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What Lies Beneath

Blue Ridge Outdoors: Caving

“The problem with this,” Toomey says, “is if these animal populations are damaged, they don’t recover very well.”

So it doesn’t help that part of the Mammoth Cave system is directly beneath Interstate 65.

“Anytime a car accident occurs, toxic chemicals can spill right into the cave’s watershed. Even small spills can destory populations of the cave’s crayfish, cave fish, and bats,” says Toomey. “The situation is worse for endangered animals like the Kentucky cave shrimp, where spills and accidents can wipe out the entire species,” he laments.

The volunteer cavers at Mammoth make it possible to track these populations before such an accident occurs. Plus, their work in mapping and surveying creates access points for first responders and clean-up personnel after such an accident occurs. Without the baseline data that comes from exploration, the park would have no way of managing its own wildlife.

Caving for Fun

Scott House and his teammates provide invaluable support to both the research community and the national park service. But as House points out, exploring Mammoth Cave is also just extremely cool.

Aptly named, Mammoth Cave is more than twice as long as the second longest cave in the world. It was created by the perfect recipe for a cave system: a long, thick layer of limestone; a cap of sandstone over the whole area; sinks and holes for water to permeate; and a lot of time.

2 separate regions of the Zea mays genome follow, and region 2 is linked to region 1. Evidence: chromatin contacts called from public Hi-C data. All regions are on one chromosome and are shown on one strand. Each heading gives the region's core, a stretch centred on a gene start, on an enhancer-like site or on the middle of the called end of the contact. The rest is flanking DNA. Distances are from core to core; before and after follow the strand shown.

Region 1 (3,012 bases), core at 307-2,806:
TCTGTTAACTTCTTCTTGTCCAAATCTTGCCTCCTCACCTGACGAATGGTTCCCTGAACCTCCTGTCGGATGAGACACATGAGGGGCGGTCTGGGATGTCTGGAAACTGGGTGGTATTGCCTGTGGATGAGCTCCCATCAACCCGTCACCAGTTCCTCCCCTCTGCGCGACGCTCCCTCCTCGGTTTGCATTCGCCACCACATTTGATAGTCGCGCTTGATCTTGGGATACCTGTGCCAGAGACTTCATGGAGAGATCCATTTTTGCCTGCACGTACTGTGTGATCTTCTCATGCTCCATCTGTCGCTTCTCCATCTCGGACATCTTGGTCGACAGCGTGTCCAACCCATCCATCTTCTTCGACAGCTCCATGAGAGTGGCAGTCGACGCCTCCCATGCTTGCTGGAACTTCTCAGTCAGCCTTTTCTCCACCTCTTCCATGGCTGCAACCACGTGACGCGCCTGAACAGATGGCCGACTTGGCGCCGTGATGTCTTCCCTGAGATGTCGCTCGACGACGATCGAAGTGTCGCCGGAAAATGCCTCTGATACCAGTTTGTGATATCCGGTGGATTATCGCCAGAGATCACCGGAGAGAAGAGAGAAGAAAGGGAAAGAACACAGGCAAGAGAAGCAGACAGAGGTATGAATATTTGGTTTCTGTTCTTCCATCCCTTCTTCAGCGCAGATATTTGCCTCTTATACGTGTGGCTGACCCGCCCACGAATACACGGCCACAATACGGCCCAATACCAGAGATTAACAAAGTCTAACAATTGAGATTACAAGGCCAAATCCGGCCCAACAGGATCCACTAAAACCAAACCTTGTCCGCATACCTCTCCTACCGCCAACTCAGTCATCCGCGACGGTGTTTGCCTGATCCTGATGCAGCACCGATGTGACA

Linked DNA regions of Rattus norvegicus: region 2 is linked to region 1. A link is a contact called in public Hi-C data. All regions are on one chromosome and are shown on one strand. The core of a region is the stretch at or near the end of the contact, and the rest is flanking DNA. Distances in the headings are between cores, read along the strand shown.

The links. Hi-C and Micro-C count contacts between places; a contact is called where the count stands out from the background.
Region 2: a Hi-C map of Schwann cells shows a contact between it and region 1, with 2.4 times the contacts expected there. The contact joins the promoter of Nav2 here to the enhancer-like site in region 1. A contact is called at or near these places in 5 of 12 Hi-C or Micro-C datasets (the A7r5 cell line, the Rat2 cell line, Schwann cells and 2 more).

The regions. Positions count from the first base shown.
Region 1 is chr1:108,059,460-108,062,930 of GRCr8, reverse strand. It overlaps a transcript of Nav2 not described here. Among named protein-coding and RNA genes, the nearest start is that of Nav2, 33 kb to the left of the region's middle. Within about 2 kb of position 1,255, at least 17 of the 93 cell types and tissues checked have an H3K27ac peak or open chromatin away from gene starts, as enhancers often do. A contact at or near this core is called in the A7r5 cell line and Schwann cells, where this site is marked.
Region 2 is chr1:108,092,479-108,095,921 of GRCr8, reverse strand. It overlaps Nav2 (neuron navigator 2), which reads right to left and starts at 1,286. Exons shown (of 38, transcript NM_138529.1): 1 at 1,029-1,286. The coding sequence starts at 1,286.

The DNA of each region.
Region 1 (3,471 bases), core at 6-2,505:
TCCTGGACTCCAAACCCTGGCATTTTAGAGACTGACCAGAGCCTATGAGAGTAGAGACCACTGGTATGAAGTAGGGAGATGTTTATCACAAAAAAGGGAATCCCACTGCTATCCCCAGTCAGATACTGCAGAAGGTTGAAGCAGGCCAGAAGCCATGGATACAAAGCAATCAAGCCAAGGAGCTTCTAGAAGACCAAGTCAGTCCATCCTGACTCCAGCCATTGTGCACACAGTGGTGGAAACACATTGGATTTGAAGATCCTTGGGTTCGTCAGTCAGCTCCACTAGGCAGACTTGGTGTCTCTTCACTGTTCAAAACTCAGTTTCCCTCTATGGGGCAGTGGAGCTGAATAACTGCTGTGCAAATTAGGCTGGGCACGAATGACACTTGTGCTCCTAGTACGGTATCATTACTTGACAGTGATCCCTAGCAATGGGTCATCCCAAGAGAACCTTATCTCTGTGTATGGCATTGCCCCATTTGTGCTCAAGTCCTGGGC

The cave’s history is also humbling. It was first used by people about 10,000 years ago and first deeply explored by people about 5,000 years ago. Archaeological evidence shows that Native Americans walked for miles inside the cave for the sole purpose of exploration, says the University of Kentucky’s George Crothers. “Like humans anywhere, if you saw a hole in the ground the size of the entrance of Mammoth Cave, and it just went on and on, you would be enticed or tempted to continue. Maybe each time you went in there a little bit farther…”

Mammoth Cave is still as exhilarating today as it was thousands of years ago because of the sense of wonder that it keeps alive. In a time when we can see the street view of a corner halfway across the world with Google Maps, it’s exciting to know that deep down beneath the sandstone and limestone of middle Kentucky, there still lies a place shrouded in mystery.

Fortunately, that sense of wonder is here to stay, according to Rick Toomey. Although there are about ten expeditions charting new territory each year, it doesn’t look like the cave system will be completely discovered anytime soon.

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